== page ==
Reading guide for Girl, Woman, Other by Bernardine Evaristo

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Girl, Woman, Other

A Novel

by Bernardine Evaristo

Girl, Woman, Other by Bernardine Evaristo X
Girl, Woman, Other by Bernardine Evaristo
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    Nov 2019, 464 pages


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Book Reviewed by:
Elisabeth Cook
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Reading Guide Questions Print Excerpt

Please be aware that this discussion guide will contain spoilers!

  1. Of the various characters in Girl, Woman, Other, which did you relate to the most and why? Consider why the author chose to start the novel with Amma, Yazz, and Dominique's stories. Who is being othered in the novel? Provide examples from the text to support your answers. Share what the title means to you. What experiences have you had that made you feel a sense of otherness?
  2. It is believed that the last Amazon of Dahomey, a woman named Nawi, died in 1979 at the age of 100. What is the significance of the play and what does it reveal about Amma? Of the twelve women, who do you think represents Nawi in the novel? Talk about the lives and occupations of the female characters. How do they evolve over the course of the story? What events trigger their growth?
  3. Discuss how marriage, identity and sexuality are depicted in the novel.
  4. The definition of "winsome" is "attractive or appealing in appearance and character." Why do you think the author chose this name for one of the women? Discuss whether the naming is an indication of character. What are your thoughts about Winsome's betrayal and her lack of remorse?
  5. Take it a step further and examine the differences and similarities between Shirley and her mother, Winsome. Not many people seem to find Shirley interesting or like her. She's a closeted homophobe who considers Amma one of her best friends. Explain the cognitive dissonance of the character.
  6. Talk about Evaristo's unusual structuring of the novel. There are no periods or capitalization, and the stories weave through time and jump to different points of view. How did this affect your understanding of the characters and the novel as a whole? Did this help you to develop an intimacy with the women? Explain your answers.
  7. Evaristo's depiction of the lesbian experience is nuanced, varied, and complex. How does the novel undo the frequently used lesbian trope of everything ending badly? What other lesbian tropes does the novel dismantle?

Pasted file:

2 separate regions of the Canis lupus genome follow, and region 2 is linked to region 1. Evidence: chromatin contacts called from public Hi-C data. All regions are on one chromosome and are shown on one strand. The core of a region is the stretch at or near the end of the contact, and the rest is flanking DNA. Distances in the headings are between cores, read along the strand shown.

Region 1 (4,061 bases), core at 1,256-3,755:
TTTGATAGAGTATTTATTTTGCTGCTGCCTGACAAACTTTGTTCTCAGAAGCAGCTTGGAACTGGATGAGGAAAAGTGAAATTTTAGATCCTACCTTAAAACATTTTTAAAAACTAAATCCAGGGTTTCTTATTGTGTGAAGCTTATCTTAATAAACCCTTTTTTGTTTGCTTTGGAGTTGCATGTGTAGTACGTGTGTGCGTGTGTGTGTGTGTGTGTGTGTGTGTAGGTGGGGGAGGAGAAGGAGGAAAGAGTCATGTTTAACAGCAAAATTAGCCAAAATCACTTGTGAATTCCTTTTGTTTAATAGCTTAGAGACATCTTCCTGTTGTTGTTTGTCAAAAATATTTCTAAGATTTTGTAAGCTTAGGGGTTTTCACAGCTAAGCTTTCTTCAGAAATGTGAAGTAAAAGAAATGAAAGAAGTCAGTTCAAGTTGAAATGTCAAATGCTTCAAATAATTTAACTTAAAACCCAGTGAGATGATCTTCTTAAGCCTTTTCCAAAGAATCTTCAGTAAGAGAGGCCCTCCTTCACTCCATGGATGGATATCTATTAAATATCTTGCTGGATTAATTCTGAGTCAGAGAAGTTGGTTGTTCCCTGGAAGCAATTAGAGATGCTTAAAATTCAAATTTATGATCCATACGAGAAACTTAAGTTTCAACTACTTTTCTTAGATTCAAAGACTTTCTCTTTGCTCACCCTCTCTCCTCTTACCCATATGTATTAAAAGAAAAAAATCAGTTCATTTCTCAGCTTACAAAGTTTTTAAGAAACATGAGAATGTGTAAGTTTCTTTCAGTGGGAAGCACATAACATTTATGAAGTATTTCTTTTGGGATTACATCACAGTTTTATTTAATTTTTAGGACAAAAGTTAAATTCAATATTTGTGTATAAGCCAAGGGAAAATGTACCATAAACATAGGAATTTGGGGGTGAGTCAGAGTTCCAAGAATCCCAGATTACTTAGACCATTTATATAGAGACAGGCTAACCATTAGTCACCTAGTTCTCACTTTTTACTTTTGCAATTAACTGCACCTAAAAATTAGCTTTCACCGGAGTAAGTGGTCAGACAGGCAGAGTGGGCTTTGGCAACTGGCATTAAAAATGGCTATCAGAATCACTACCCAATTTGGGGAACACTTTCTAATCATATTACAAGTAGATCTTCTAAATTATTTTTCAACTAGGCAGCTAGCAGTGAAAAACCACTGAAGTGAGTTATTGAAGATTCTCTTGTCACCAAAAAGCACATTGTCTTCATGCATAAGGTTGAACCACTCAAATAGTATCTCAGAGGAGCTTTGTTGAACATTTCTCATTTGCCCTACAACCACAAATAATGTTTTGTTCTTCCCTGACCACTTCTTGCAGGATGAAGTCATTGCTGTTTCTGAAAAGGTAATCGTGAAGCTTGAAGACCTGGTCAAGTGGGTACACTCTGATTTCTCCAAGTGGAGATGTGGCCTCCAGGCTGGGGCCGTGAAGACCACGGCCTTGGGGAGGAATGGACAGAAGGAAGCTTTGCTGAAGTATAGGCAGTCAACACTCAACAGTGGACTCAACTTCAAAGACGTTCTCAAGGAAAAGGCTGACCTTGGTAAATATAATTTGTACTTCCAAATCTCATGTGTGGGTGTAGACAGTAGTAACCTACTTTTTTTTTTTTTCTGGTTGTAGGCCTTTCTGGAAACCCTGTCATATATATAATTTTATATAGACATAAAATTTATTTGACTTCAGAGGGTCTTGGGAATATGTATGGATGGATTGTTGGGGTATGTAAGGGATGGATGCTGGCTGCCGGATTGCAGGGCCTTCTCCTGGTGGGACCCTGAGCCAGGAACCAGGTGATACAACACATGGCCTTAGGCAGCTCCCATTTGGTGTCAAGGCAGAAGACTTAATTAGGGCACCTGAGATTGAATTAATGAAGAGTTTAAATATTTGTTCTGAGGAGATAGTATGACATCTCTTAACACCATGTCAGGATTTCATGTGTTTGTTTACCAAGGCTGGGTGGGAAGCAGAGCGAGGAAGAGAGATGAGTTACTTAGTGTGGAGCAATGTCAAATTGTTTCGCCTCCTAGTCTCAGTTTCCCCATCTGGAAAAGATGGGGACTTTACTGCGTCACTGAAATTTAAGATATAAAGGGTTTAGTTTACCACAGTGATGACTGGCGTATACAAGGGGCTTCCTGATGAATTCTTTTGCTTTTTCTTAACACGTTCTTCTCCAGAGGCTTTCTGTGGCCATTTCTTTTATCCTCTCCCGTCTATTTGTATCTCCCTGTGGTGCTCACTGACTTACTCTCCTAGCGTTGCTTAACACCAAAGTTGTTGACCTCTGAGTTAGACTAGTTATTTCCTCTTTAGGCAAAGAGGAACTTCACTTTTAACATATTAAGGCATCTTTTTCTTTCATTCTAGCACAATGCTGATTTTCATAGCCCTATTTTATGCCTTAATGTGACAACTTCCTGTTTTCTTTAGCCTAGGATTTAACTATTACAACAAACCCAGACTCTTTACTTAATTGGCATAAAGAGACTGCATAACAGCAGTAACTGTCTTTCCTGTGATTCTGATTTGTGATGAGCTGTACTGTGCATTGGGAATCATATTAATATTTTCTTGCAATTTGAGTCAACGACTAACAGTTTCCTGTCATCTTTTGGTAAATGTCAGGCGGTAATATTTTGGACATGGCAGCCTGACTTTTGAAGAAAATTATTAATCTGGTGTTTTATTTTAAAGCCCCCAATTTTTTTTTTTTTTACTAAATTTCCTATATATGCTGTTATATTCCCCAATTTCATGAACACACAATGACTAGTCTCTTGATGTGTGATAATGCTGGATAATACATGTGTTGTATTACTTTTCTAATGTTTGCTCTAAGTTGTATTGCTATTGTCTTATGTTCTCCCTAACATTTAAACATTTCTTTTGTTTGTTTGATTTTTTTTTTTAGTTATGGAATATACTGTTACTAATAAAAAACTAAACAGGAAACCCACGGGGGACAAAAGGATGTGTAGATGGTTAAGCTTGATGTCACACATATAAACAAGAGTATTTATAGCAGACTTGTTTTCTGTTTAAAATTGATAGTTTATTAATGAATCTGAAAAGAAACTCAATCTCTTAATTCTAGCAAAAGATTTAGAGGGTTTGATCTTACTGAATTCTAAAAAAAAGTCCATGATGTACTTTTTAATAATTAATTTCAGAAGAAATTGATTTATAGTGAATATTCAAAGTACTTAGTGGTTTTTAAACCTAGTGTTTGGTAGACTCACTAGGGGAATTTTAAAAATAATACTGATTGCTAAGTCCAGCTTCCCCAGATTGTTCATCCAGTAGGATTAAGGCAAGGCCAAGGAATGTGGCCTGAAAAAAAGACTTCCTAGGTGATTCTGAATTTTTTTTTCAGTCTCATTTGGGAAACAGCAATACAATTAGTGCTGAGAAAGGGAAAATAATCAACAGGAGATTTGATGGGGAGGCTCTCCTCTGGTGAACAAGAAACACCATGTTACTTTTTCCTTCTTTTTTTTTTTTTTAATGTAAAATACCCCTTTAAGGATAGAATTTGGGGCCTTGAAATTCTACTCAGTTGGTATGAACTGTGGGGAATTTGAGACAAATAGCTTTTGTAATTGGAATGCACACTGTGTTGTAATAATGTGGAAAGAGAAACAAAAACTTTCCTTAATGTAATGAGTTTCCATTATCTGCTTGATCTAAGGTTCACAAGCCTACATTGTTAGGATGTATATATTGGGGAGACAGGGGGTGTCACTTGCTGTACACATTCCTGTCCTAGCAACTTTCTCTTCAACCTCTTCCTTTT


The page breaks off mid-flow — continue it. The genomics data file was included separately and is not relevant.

8. Different eras in British history are used to convey a sense of place in the novel. What is unique about the various settings, and how did it enhance or take away from the stories?
  9. How does Evaristo incorporate historical occurrences such as Brexit and aspects of the African diaspora into her stories? What other themes did she emphasize in the novel, and what do you think she was trying to get across to the reader about colorism and racism?
  10. Evaristo illuminates the traumatic effects of rape and how one life-changing moment can "other" the victims. This theme is explored in detail in the "Carole" story. How does her ordeal as a teen change her life and relationships going forward? Share how reading about her secret made you feel.
  11. What are the major conflicts in the story, especially between mothers and daughters? Why does Grace refuse to connect with her daughter Harriet? Consider what the author is saying about the complicated relationship between a mother and child.
  12. Discuss the group dynamic of the Unfuckwithables. Compare and contrast the new guard of activism of Yazz's group and Morgan to that of the old guard of Amma and Dominique.
  13. Take a closer look at how Evaristo uses Amma's play, The Last Amazon of Dahomey, to explore the creative process. Roland and Dominique both think that Amma could be doing more with her talents, with Dom going so far as to plead with her to move to the States to explore new opportunities. Had the novel continued, what do you think would have been Amma's decision? If you were in Amma's situation, what would your choice have been?
  14. On page 447, Dominique says to Amma, "Feminism needs tectonic plates to shift; not a trendy make-over." What are your feelings about what she says? Do you consider yourself a feminist and if so, what does feminism mean to you? What does Dom and Amma's conversation about modern feminism and transgender rights say about them as individuals?
  15. As the story unfolds, we learn that Penelope is adopted. What else do we learn about her? When did you start to suspect her identity? Did the author leave clues along the way? Did you envision a different ending for the characters? Explain your answers.

Suggestions for Further Reading:

Difficult Women by Roxane Gay
Rubyfruit Jungle by Rita Mae Brown
Third Girl from the Left by Martha Southgate
The Joy Luck Club by Amy Tan
Zami by Audre Lorde
Sister Outsider by Audre Lorde
We Should All be Feminists by Chimamanda Ngozi Adichie
The Thing Around Your Neck by Chimamanda Ngozi Adichie

Reading Group Guide by Keturah Jenkins

Unless otherwise stated, this discussion guide is reprinted with the permission of Black Cat. Any page references refer to a USA edition of the book, usually the trade paperback version, and may vary in other editions.

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